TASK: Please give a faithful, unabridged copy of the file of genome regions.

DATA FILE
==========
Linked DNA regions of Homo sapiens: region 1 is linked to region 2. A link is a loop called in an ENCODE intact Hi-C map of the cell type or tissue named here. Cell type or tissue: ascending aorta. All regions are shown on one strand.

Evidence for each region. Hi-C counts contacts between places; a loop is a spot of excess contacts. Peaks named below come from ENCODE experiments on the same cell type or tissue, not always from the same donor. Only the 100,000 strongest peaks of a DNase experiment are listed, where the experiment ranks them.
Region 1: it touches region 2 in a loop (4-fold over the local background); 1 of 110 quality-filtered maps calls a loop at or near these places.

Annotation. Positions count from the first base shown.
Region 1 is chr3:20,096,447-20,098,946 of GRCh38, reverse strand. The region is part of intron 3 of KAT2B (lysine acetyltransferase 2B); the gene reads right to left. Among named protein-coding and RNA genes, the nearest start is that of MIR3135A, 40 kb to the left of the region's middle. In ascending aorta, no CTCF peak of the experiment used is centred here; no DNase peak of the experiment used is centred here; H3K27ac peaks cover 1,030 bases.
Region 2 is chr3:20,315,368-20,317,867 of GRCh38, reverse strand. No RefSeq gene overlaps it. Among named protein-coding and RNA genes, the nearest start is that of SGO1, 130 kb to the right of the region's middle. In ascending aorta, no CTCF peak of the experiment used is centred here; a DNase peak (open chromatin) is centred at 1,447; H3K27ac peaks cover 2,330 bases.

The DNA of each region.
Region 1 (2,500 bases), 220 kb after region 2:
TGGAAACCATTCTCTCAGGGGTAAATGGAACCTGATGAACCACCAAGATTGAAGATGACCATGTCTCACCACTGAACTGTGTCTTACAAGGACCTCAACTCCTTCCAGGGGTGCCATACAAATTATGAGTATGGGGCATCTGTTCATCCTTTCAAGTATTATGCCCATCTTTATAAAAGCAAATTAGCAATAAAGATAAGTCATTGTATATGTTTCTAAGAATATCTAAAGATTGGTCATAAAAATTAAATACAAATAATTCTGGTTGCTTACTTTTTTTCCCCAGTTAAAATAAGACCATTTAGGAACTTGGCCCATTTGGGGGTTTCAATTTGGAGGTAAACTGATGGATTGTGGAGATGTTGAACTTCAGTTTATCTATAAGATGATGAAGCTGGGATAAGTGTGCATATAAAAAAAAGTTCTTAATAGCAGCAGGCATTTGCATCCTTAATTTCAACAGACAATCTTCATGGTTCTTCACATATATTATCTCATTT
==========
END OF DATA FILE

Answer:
Linked DNA regions of Homo sapiens: region 1 is linked to region 2. A link is a loop called in an ENCODE intact Hi-C map of the cell type or tissue named here. Cell type or tissue: ascending aorta. All regions are shown on one strand.

Evidence for each region. Hi-C counts contacts between places; a loop is a spot of excess contacts. Peaks named below come from ENCODE experiments on the same cell type or tissue, not always from the same donor. Only the 100,000 strongest peaks of a DNase experiment are listed, where the experiment ranks them.
Region 1: it touches region 2 in a loop (4-fold over the local background); 1 of 110 quality-filtered maps calls a loop at or near these places.

Annotation. Positions count from the first base shown.
Region 1 is chr3:20,096,447-20,098,946 of GRCh38, reverse strand. The region is part of intron 3 of KAT2B (lysine acetyltransferase 2B); the gene reads right to left. Among named protein-coding and RNA genes, the nearest start is that of MIR3135A, 40 kb to the left of the region's middle. In ascending aorta, no CTCF peak of the experiment used is centred here; no DNase peak of the experiment used is centred here; H3K27ac peaks cover 1,030 bases.
Region 2 is chr3:20,315,368-20,317,867 of GRCh38, reverse strand. No RefSeq gene overlaps it. Among named protein-coding and RNA genes, the nearest start is that of SGO1, 130 kb to the right of the region's middle. In ascending aorta, no CTCF peak of the experiment used is centred here; a DNase peak (open chromatin) is centred at 1,447; H3K27ac peaks cover 2,330 bases.

The DNA of each region.
Region 1 (2,500 bases), 220 kb after region 2:
TGGAAACCATTCTCTCAGGGGTAAATGGAACCTGATGAACCACCAAGATTGAAGATGACCATGTCTCACCACTGAACTGTGTCTTACAAGGACCTCAACTCCTTCCAGGGGTGCCATACAAATTATGAGTATGGGGCATCTGTTCATCCTTTCAAGTATTATGCCCATCTTTATAAAAGCAAATTAGCAATAAAGATAAGTCATTGTATATGTTTCTAAGAATATCTAAAGATTGGTCATAAAAATTAAATACAAATAATTCTGGTTGCTTACTTTTTTTCCCCAGTTAAAATAAGACCATTTAGGAACTTGGCCCATTTGGGGGTTTCAATTTGGAGGTAAACTGATGGATTGTGGAGATGTTGAACTTCAGTTTATCTATAAGATGATGAAGCTGGGATAAGTGTGCATATAAAAAAAAGTTCTTAATAGCAGCAGGCATTTGCATCCTTAATTTCAACAGACAATCTTCATGGTTCTTCACATATATTATCTCATTT